Working together.

In school there are many team assignments, they teach people how to work together. Of course, there is not standard definition of what “working together” means.

My wife is an interior designer, as a result, we have a number of projects around our house that we want to do, but we don’t make much progress on them. Why does that have to be the case? We’re working together after all.

Part of the reason is because in her normal work, there is a designer/client relationship. One is here to do the work, the other to approve it. It’s clear cut. In my case, I’m sort of a co-collaborator and client at the same time. I’m taking part in the design, but I’m also approving it, but my wife is also the client and the designer herself. Add to it that since we aren’t being hired by someone there is no in-and-out situation. The deadlines drag on forever. Unlimited revisions. It tends to be a combination of no clear authority, no clear worker, no clear timelines equals no progress.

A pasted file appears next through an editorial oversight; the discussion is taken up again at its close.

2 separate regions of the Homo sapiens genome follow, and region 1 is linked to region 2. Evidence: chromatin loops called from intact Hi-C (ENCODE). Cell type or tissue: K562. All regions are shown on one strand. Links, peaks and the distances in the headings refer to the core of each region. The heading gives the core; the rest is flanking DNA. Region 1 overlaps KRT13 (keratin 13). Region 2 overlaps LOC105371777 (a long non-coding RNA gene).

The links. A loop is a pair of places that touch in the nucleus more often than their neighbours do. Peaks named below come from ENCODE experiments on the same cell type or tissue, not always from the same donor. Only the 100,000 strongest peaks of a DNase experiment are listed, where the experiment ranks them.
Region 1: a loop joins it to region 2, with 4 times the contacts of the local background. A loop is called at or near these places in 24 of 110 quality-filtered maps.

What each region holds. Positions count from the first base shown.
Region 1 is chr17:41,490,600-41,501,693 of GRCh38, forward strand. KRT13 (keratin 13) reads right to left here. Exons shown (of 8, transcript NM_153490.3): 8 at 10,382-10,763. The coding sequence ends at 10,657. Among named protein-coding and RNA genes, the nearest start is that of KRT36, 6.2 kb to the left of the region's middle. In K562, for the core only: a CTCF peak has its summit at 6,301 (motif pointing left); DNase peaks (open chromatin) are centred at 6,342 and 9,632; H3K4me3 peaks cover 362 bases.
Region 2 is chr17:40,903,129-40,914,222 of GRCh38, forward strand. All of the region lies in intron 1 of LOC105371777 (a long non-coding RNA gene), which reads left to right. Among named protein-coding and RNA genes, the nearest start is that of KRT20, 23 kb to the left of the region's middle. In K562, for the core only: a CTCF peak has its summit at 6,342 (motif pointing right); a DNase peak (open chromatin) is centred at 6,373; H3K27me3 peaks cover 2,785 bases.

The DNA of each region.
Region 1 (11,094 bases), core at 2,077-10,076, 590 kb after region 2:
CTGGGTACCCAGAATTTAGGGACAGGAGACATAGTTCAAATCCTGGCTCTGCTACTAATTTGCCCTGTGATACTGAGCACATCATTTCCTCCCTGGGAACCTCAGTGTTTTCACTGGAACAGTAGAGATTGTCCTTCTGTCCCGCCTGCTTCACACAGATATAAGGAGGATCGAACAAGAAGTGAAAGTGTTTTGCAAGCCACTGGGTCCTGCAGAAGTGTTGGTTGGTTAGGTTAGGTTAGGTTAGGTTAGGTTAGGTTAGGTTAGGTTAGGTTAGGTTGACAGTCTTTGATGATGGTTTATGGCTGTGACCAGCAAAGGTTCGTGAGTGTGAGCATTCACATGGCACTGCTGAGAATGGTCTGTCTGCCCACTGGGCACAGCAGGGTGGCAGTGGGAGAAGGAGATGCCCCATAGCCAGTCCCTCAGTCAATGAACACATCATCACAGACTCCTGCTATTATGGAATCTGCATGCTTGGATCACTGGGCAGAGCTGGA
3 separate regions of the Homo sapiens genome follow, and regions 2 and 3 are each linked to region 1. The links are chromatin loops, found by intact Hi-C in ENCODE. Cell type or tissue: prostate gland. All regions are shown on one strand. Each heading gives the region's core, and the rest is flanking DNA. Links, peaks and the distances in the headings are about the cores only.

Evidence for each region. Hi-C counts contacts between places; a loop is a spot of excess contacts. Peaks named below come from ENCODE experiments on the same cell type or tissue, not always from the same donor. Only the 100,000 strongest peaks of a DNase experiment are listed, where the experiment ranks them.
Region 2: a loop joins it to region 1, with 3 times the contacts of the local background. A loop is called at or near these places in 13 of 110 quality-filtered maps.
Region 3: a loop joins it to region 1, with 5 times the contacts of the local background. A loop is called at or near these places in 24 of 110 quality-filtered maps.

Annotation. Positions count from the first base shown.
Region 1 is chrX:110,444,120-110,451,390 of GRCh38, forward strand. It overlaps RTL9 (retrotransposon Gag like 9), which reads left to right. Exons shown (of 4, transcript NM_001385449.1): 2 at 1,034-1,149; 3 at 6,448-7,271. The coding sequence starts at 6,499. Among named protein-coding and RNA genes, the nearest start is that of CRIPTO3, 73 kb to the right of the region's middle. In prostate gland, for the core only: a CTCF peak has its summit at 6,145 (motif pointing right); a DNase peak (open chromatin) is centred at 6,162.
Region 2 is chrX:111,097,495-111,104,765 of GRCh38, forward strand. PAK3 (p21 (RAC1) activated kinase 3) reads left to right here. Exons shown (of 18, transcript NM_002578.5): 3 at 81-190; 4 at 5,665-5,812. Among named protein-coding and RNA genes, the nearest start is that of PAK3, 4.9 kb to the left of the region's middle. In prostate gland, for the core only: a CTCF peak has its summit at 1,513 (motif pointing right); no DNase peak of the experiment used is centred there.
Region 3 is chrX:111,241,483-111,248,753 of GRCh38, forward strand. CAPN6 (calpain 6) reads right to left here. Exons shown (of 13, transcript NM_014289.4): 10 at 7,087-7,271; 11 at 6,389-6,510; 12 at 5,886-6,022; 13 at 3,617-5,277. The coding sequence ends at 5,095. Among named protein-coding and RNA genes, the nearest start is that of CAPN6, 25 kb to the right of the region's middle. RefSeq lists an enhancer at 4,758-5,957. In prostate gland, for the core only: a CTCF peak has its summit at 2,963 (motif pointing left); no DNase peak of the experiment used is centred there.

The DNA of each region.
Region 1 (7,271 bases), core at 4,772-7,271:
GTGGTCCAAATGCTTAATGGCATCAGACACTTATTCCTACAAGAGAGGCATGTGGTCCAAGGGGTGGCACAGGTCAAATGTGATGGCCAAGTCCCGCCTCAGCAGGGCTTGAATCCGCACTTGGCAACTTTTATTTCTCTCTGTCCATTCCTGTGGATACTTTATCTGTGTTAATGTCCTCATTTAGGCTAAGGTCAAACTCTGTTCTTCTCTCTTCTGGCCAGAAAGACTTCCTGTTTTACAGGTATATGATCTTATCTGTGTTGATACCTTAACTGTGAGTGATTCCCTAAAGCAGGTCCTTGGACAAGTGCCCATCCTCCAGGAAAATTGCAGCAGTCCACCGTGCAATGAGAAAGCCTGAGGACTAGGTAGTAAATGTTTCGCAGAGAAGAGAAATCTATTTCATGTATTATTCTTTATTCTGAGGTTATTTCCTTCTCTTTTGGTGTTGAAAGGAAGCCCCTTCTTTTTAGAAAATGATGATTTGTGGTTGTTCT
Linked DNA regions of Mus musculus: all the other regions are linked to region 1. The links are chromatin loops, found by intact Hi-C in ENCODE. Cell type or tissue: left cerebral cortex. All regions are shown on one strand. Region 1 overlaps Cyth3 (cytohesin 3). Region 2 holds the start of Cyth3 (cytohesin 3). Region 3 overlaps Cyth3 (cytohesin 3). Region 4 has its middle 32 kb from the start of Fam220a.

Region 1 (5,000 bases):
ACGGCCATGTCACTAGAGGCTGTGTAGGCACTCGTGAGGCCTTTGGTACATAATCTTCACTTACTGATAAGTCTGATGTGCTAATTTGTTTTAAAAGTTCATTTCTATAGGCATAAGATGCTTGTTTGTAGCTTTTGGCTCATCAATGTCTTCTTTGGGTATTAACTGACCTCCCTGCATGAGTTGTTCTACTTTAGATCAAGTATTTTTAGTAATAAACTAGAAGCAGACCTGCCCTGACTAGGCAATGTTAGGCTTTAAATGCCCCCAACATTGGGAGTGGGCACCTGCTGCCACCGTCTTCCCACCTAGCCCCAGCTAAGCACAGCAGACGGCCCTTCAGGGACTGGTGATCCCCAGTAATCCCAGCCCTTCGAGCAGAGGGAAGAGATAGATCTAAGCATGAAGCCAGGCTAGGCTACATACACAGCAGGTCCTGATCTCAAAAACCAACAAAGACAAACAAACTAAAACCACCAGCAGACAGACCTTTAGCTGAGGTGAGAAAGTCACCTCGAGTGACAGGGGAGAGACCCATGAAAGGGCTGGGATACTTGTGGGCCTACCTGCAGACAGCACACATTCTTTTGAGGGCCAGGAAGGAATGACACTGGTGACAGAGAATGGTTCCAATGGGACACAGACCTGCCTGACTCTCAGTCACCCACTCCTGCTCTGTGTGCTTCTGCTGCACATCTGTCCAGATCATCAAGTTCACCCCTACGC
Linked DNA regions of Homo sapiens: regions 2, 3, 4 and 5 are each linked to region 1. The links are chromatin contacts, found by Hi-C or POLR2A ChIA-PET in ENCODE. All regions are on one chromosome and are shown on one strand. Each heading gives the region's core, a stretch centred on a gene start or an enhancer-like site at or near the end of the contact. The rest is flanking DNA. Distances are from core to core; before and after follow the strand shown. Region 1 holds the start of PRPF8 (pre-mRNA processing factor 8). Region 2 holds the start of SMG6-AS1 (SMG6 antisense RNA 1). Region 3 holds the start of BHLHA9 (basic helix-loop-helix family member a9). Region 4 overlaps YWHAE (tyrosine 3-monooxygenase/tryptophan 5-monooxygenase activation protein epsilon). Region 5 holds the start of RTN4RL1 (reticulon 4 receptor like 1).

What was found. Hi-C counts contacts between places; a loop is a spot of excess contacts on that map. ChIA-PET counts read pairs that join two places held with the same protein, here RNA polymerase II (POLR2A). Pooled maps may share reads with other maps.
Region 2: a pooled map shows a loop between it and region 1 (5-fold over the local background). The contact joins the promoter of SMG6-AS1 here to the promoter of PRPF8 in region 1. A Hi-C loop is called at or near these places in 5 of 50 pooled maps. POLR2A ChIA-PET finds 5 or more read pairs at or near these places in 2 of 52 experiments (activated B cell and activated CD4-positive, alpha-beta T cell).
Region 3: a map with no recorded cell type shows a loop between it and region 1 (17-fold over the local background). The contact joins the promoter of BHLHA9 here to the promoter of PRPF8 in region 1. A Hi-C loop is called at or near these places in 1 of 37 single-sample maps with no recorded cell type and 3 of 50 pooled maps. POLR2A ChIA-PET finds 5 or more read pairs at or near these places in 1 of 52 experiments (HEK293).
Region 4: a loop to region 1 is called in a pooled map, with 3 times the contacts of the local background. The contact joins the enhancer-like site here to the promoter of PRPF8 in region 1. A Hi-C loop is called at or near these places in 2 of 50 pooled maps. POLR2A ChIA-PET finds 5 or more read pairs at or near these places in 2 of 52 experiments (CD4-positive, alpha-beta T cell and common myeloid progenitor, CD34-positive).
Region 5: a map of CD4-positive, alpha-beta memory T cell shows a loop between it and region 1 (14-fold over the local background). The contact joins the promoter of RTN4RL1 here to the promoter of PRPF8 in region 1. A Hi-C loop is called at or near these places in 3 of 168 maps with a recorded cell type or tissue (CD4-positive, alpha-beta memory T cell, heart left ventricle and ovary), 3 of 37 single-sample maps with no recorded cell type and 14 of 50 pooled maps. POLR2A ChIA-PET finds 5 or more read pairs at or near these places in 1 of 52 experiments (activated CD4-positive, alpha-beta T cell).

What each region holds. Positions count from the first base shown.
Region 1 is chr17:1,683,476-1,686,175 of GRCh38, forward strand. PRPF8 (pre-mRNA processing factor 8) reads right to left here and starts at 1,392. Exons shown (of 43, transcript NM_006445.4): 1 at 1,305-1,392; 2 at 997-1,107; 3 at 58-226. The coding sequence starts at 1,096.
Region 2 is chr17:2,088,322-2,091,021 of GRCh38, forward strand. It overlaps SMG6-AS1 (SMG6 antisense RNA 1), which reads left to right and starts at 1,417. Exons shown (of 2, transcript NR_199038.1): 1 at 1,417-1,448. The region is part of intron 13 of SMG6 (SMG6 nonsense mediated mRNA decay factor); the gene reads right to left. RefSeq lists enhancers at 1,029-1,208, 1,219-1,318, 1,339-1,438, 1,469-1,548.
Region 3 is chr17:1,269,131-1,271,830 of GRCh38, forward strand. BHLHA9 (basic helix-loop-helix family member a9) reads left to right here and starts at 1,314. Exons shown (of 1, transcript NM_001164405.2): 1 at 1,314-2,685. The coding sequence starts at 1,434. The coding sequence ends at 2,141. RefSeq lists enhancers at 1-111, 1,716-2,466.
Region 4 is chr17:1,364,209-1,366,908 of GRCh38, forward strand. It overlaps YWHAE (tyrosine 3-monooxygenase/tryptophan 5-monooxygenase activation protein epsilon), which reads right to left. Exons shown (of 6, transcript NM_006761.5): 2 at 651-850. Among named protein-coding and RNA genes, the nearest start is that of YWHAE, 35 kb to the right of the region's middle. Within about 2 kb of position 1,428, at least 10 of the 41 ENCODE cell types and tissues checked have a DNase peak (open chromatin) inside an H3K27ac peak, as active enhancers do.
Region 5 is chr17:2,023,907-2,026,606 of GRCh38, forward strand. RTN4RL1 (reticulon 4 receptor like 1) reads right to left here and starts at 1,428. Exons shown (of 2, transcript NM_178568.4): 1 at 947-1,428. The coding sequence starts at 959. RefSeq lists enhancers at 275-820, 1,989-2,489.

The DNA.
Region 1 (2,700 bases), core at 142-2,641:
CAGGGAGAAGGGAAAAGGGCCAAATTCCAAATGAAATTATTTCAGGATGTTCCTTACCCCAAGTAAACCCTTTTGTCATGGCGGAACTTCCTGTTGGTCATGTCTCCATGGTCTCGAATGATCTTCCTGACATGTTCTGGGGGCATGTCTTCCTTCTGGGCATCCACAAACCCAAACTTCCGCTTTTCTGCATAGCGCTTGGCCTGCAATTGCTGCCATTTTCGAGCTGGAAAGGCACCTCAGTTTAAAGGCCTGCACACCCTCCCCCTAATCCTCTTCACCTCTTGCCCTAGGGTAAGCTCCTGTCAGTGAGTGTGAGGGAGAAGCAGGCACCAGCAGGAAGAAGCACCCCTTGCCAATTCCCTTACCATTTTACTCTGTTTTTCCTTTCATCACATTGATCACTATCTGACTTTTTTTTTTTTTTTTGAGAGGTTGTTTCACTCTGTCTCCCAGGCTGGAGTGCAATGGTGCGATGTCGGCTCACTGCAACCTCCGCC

This is something we all internalize easily, but it’s something that we don’t often pay attention to as the reason why improvements don’t get made at companies. Or the reason we have the same conversations 100 times because the dynamic doesn’t change.

Here’s some questions to attempt to overcome this scenario.

  • What is the project?
  • What are the domains of expertise required?
  • Who is responsible is assigned to the different domains?
  • What are the deadlines?
  • Who makes the final decisions (is this domain dependent?)?
  • Who decides the budget?
  • Who has authority to spend the money and how much?
  • Who is responsible if things fall apart, someone leaves or is incapacitated and needs to be replaced mid-project?

If you can’t answer all of these, you probably aren’t ready for your project.